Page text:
Banh Mi Saigon Bakery: One of Manhattan's Great Lunch Deals
Banh Mi Saigon Bakery is a delightful, spare deli-looking Vietnamese restaurant, really more a takeout counter with a few benches nearby, near the corner of Mott and Hester Streets in Chinatown. In a notable bit of space-saving bricolage, the bakery is simply square at the end of a small corridor full of counters displaying jewelry for sale.
The restaurant has only ten options for sandwiches, which are nearly its entire menu. I ordered #6, the Buddhist sandwich, and an ice coffee. The sandwich came big in two thick baguette cuts which were stuffed to the gills with mushrooms, kimchi-style pickled vegetables, and marinated cuts of tofu. Intermingled with it were what tasted like a chili mayonnaise and another, more piquant hot sauce. The cold of vegetables, the spice of the sauces, the warmth of the tofu, the heartiness of the baguette -- this was a world of variety, taste, texture, and all for $4.50 -- a $4.50 sandwich that could serve two for lunch!
This is clearly one of Manhattan's great lunch deals, and a superb sandwich, period.
Kee's Chocolate: An NYC Original, but a Bit Uneven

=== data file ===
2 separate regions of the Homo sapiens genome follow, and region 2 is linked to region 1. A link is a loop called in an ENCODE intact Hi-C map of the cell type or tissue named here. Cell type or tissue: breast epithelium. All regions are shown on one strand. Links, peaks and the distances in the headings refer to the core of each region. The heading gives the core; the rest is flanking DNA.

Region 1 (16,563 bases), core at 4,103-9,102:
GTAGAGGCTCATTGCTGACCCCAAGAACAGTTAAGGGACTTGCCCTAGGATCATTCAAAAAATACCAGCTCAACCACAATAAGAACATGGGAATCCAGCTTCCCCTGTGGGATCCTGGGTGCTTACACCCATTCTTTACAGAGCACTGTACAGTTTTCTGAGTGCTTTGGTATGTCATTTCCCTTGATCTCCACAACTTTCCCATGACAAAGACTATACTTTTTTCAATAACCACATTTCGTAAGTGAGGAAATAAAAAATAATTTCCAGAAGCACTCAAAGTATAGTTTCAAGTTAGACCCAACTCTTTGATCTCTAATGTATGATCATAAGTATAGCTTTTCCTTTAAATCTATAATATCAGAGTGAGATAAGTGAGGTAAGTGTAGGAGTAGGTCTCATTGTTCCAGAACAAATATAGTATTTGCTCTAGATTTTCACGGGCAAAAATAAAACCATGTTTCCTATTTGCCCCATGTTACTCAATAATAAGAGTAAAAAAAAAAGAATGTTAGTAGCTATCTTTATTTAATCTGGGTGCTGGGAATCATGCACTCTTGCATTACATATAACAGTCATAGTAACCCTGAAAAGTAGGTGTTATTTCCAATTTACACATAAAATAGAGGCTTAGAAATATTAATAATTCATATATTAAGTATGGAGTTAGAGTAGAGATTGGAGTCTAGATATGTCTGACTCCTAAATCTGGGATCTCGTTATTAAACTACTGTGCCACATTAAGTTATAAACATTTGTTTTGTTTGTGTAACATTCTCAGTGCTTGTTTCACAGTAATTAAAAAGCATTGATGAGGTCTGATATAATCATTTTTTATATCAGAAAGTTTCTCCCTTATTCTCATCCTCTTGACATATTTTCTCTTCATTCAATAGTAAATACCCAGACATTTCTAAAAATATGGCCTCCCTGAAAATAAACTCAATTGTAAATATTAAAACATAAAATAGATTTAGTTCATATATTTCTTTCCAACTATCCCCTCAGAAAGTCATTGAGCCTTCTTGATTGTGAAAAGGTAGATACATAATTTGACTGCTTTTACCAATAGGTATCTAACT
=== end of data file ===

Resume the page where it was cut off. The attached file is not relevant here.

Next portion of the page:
I visited this chocolatier with a most artist-like in SoHo. The long wide, rectangular room, is broad and mostly emtpy, and seems geared to focus the visitor's attention nearly reverentially at a small cabinet filled with a few varieties of chocolate truffles. I ordered the pistachio and the creme brulee truffles, and also decided to try a fennel macaron.
The pistachio was excellent, both visually and taste-wise. The small ball of white chocolate and nuts was coasted with pistachio bits on the outside, and was smooth, creamy, and, above all, balanced in flavor. Harmonious and fresh, it seemed like a simple and seamless melding of natural and man-made construct.
The creme brulee, apparently the most popular flavor, was a little mixed. I popped the whole thing into my mouth as the nice lady at the counter told me to do -- and as I bit in was rewarded with a gush of a milky, sweet but slightly sour liquid. It went well with the crunch of the chocolate beneath it, but I wasn't sure I liked the brulee filling overall. It reminded me just a little of buttermilk. On the other hand, I can't quite say I disliked it either.
The macaron was another draw. Though the fennel filling was surprisingly tasty, the cookie itself was too chewy for my taste. It didn't melt in my mouth, and eating it a felt a bit too much like work.